US

California drought spurs surge of neo-49ers as low Sierra water levels bring gold hopes

In this photo taken Tuesday, March 4, 2014 Tim Amavisca, 38, and his daughter Hailey, 15,  pan for gold along the Bear River near Colfax, Calif.  Amavisca is among the amateur prospectors that have flocked to the Sierra Nevada foothills that, due to the historic drought, are taking advantage of the lower water levels to search for gold in riverbeds that have been unreachable for decades.(AP Photo/Rich Pedroncelli)

In this photo taken Tuesday, March 4, 2014 Tim Amavisca, 38, and his daughter Hailey, 15, pan for gold along the Bear River near Colfax, Calif. Amavisca is among the amateur prospectors that have flocked to the Sierra Nevada foothills that, due to the historic drought, are taking advantage of the lower water levels to search for gold in riverbeds that have been unreachable for decades.(AP Photo/Rich Pedroncelli)  (The Associated Press)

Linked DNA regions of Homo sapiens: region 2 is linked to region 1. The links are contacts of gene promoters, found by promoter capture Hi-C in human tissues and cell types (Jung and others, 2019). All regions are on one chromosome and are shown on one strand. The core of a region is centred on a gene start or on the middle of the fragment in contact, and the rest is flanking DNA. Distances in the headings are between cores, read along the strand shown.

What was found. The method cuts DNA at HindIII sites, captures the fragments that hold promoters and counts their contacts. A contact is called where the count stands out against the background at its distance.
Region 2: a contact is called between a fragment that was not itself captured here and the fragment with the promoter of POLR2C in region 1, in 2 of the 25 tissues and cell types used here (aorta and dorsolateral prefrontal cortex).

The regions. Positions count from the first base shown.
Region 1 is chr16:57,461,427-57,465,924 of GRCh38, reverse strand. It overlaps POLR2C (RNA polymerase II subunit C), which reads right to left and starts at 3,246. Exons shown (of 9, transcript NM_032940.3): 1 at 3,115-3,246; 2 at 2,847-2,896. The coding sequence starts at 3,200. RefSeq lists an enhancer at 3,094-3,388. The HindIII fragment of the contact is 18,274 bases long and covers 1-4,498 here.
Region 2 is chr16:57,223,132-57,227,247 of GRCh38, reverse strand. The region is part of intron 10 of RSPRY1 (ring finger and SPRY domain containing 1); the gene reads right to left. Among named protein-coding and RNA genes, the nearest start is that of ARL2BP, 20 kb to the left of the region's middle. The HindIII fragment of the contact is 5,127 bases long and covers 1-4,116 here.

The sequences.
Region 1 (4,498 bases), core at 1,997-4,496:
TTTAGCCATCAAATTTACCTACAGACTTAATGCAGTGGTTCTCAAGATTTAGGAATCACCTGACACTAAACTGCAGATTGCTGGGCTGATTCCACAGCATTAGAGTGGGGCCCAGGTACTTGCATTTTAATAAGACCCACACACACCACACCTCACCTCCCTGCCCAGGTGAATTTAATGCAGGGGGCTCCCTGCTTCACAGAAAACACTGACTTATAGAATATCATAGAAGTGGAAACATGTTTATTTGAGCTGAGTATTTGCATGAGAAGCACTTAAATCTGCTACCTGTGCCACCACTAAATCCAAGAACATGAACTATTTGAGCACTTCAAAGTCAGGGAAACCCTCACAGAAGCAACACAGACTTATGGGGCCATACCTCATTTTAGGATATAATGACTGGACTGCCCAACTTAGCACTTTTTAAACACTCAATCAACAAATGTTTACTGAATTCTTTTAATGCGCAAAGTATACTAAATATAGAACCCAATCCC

There's gold in them dry hills!

Or gold seekers anyway. And they see a historic opportunity in California's historic drought.

Low water levels have led to a mini gold rush in the same Sierra Nevada foothills that drew legions of fortune seekers from around the world in the mid-1800s, as amateur prospectors dig for riverbed riches in spots that have been out of reach for decades.

The drought is generating a lot of new business for Pioneer Mining Supplies, a business that has been in the former mining town of Auburn.

One of the worst droughts in California history has prompted the state and federal governments to severely cut water supplies to farms and cities. It's also left rivers and streams with dangerously low water levels, imperiling fish and wildlife.